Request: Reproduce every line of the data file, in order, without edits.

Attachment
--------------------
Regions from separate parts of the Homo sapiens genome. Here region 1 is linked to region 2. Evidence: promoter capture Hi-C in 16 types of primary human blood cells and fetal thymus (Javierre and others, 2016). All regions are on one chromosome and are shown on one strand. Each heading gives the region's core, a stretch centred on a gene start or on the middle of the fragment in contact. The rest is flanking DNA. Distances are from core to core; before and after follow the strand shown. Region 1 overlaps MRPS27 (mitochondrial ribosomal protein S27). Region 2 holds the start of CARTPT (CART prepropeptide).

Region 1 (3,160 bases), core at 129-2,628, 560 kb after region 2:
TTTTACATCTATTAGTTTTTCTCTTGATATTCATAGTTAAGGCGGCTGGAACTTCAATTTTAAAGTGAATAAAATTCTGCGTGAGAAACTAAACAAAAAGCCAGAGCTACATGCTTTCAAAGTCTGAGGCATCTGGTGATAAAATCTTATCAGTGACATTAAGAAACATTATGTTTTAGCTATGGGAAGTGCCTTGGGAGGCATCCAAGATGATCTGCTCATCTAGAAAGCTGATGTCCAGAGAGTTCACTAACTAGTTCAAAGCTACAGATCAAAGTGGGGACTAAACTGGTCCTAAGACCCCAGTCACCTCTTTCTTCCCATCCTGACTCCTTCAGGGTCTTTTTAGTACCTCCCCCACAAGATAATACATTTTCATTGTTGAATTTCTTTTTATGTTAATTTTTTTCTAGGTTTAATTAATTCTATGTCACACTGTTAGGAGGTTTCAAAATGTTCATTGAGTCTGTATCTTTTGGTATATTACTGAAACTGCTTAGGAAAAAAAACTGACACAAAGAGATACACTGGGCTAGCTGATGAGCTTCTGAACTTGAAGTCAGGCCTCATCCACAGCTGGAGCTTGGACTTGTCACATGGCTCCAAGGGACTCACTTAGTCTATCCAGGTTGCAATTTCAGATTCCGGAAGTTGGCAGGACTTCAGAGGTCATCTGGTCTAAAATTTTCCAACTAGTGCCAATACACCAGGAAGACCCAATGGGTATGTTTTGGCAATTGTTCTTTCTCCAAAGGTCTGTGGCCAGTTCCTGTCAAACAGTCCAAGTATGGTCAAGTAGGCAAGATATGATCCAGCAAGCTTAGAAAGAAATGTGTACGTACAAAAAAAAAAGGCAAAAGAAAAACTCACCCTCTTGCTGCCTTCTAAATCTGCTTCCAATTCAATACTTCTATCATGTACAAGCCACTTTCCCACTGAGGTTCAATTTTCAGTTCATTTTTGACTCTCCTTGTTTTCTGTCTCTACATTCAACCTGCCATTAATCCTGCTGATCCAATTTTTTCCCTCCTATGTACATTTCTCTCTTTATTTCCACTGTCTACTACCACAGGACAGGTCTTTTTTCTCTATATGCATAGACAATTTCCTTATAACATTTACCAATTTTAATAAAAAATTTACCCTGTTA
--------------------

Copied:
Regions from separate parts of the Homo sapiens genome. Here region 1 is linked to region 2. Evidence: promoter capture Hi-C in 16 types of primary human blood cells and fetal thymus (Javierre and others, 2016). All regions are on one chromosome and are shown on one strand. Each heading gives the region's core, a stretch centred on a gene start or on the middle of the fragment in contact. The rest is flanking DNA. Distances are from core to core; before and after follow the strand shown. Region 1 overlaps MRPS27 (mitochondrial ribosomal protein S27). Region 2 holds the start of CARTPT (CART prepropeptide).

Region 1 (3,160 bases), core at 129-2,628, 560 kb after region 2:
TTTTACATCTATTAGTTTTTCTCTTGATATTCATAGTTAAGGCGGCTGGAACTTCAATTTTAAAGTGAATAAAATTCTGCGTGAGAAACTAAACAAAAAGCCAGAGCTACATGCTTTCAAAGTCTGAGGCATCTGGTGATAAAATCTTATCAGTGACATTAAGAAACATTATGTTTTAGCTATGGGAAGTGCCTTGGGAGGCATCCAAGATGATCTGCTCATCTAGAAAGCTGATGTCCAGAGAGTTCACTAACTAGTTCAAAGCTACAGATCAAAGTGGGGACTAAACTGGTCCTAAGACCCCAGTCACCTCTTTCTTCCCATCCTGACTCCTTCAGGGTCTTTTTAGTACCTCCCCCACAAGATAATACATTTTCATTGTTGAATTTCTTTTTATGTTAATTTTTTTCTAGGTTTAATTAATTCTATGTCACACTGTTAGGAGGTTTCAAAATGTTCATTGAGTCTGTATCTTTTGGTATATTACTGAAACTGCTTAGGAAAAAAAACTGACACAAAGAGATACACTGGGCTAGCTGATGAGCTTCTGAACTTGAAGTCAGGCCTCATCCACAGCTGGAGCTTGGACTTGTCACATGGCTCCAAGGGACTCACTTAGTCTATCCAGGTTGCAATTTCAGATTCCGGAAGTTGGCAGGACTTCAGAGGTCATCTGGTCTAAAATTTTCCAACTAGTGCCAATACACCAGGAAGACCCAATGGGTATGTTTTGGCAATTGTTCTTTCTCCAAAGGTCTGTGGCCAGTTCCTGTCAAACAGTCCAAGTATGGTCAAGTAGGCAAGATATGATCCAGCAAGCTTAGAAAGAAATGTGTACGTACAAAAAAAAAAGGCAAAAGAAAAACTCACCCTCTTGCTGCCTTCTAAATCTGCTTCCAATTCAATACTTCTATCATGTACAAGCCACTTTCCCACTGAGGTTCAATTTTCAGTTCATTTTTGACTCTCCTTGTTTTCTGTCTCTACATTCAACCTGCCATTAATCCTGCTGATCCAATTTTTTCCCTCCTATGTACATTTCTCTCTTTATTTCCACTGTCTACTACCACAGGACAGGTCTTTTTTCTCTATATGCATAGACAATTTCCTTATAACATTTACCAATTTTAATAAAAAATTTACCCTGTTA